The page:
The Master Chemical Mechanism
The following exercises look at the modelling of smog chamber measurements of ethene oxidation carried out at EUPHORE as part of the EXACT campaign in 2001.
A controversial issue regarding the evaluation of atmospheric mechanisms through the use of photo-smog chamber data is the influence of chamber dependent reactions on the system being studied. Such chamber dependent processes include: the introduction of free radicals from heterogeneous wall reactions, adsorption/desorption of NOy species to/from the walls and off-gassing of VOC species from the walls which contribute to ozone formation. Obviously, such "background" chamber dependent mechanisms are chamber specific.
Other important chamber processes that need to be taken into account include dilution of reactants and products (via replenishment of gases sampled or lost from the chamber) and, for outdoor environmental chamber, the manner in which solar actinic flux is modified via transmission through the transparent chamber walls and subsequent albedo effects of the chamber floor.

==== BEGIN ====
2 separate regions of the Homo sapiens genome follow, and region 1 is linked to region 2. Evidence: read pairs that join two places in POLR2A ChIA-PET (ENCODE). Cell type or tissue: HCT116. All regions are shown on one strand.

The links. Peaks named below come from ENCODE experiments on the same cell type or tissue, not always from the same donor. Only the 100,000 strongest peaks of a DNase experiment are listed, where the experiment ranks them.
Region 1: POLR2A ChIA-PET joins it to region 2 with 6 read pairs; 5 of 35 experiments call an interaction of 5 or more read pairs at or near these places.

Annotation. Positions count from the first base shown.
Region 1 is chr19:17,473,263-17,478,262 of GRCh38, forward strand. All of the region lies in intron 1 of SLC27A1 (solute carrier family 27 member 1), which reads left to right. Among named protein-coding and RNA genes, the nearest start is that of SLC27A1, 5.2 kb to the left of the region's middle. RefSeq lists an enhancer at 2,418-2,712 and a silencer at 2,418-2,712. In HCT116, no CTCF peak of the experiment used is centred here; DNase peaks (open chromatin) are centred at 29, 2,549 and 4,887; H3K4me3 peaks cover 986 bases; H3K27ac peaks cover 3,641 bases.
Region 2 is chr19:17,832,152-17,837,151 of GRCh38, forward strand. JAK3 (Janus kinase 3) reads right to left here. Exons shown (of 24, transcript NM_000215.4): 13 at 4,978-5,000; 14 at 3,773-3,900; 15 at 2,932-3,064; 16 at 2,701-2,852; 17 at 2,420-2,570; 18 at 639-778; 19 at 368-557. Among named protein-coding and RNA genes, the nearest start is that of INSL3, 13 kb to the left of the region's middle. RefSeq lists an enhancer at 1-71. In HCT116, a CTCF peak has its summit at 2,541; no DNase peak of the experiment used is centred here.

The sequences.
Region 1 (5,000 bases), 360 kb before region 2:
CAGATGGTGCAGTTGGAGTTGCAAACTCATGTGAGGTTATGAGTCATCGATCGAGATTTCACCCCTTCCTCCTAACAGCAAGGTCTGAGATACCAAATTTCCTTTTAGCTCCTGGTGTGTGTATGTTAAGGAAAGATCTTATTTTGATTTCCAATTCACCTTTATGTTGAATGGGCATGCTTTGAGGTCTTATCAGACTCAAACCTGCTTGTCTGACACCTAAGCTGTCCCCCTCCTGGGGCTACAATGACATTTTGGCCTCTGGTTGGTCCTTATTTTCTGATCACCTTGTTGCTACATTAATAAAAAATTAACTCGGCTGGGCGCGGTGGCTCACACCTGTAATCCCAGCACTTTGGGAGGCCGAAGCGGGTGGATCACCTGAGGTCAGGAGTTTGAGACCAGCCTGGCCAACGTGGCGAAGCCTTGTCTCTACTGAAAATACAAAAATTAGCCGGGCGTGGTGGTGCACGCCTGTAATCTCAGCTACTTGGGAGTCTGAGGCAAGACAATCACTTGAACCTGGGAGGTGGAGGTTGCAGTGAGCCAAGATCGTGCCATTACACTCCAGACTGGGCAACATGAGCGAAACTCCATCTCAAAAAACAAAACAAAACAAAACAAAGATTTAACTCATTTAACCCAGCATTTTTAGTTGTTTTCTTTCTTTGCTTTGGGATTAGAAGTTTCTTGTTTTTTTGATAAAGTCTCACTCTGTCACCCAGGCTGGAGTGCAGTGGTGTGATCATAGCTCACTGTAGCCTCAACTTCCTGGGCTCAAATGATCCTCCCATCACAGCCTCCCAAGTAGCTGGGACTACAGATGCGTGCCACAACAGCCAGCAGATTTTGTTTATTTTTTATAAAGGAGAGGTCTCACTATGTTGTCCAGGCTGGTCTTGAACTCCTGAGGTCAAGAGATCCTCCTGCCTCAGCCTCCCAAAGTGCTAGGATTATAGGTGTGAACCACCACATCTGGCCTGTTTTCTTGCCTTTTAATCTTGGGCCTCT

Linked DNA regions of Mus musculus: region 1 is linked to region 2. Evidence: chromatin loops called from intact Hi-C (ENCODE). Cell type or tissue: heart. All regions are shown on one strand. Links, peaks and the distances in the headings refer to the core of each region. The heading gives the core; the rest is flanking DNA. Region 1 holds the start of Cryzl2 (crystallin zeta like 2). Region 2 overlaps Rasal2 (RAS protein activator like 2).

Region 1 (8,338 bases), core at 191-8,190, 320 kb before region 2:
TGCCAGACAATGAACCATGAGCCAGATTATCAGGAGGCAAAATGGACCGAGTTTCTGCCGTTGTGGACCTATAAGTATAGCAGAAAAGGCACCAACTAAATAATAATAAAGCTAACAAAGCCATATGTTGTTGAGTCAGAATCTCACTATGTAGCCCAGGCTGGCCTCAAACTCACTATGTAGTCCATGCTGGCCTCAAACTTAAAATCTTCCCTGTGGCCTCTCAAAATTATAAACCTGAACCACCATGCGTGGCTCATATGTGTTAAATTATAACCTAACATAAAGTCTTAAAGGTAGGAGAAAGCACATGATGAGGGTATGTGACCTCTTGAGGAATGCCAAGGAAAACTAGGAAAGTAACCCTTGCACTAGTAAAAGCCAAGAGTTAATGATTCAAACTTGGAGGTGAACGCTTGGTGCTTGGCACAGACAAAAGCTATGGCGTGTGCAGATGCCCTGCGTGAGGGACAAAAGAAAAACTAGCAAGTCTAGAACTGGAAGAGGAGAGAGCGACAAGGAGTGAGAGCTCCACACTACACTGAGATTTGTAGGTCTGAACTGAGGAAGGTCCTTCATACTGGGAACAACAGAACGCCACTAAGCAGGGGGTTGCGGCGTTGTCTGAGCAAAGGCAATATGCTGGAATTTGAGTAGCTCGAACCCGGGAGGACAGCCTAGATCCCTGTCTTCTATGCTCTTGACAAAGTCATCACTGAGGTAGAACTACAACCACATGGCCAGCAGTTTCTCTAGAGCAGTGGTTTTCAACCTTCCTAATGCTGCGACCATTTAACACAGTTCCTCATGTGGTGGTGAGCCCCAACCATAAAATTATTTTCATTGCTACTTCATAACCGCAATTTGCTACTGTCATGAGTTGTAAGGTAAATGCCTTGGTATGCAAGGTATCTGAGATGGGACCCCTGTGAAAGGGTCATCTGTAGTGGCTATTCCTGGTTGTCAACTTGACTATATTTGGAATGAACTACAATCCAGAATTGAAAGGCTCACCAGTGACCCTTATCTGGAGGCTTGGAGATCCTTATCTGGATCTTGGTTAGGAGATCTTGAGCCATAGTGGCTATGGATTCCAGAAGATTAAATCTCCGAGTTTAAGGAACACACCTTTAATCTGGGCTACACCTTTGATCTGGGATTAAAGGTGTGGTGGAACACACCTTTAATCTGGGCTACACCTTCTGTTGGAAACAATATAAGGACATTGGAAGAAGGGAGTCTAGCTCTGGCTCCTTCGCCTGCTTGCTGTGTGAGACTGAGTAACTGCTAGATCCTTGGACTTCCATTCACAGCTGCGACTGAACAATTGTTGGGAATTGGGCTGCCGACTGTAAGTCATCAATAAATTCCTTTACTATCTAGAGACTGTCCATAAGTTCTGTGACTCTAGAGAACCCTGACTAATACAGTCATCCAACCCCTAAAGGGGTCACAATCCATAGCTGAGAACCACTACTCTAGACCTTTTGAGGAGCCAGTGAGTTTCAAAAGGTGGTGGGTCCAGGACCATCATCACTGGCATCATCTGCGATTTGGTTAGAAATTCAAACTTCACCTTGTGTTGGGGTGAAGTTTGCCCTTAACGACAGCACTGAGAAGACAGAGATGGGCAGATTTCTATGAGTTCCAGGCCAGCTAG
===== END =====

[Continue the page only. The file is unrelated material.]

In order to gain insight into the chamber effects at EUPHORE, two ethene photo smog experiments were carried out as part of the EXACT campaign in 2001. The experiments carried out on the 11/09/2001 and 01/10/2001 were performed under initial "low NOx" (1:25) and "High NOx" (1:3) conditions respectively. Table 1 shows the initial conditions and other important parameters for the two experiments. Ethene was chosen because it is a simple VOC whose photo-oxidation mechanism is well known.
For more information see Bloss et al. (2005a and b) and Zador et al. (2005)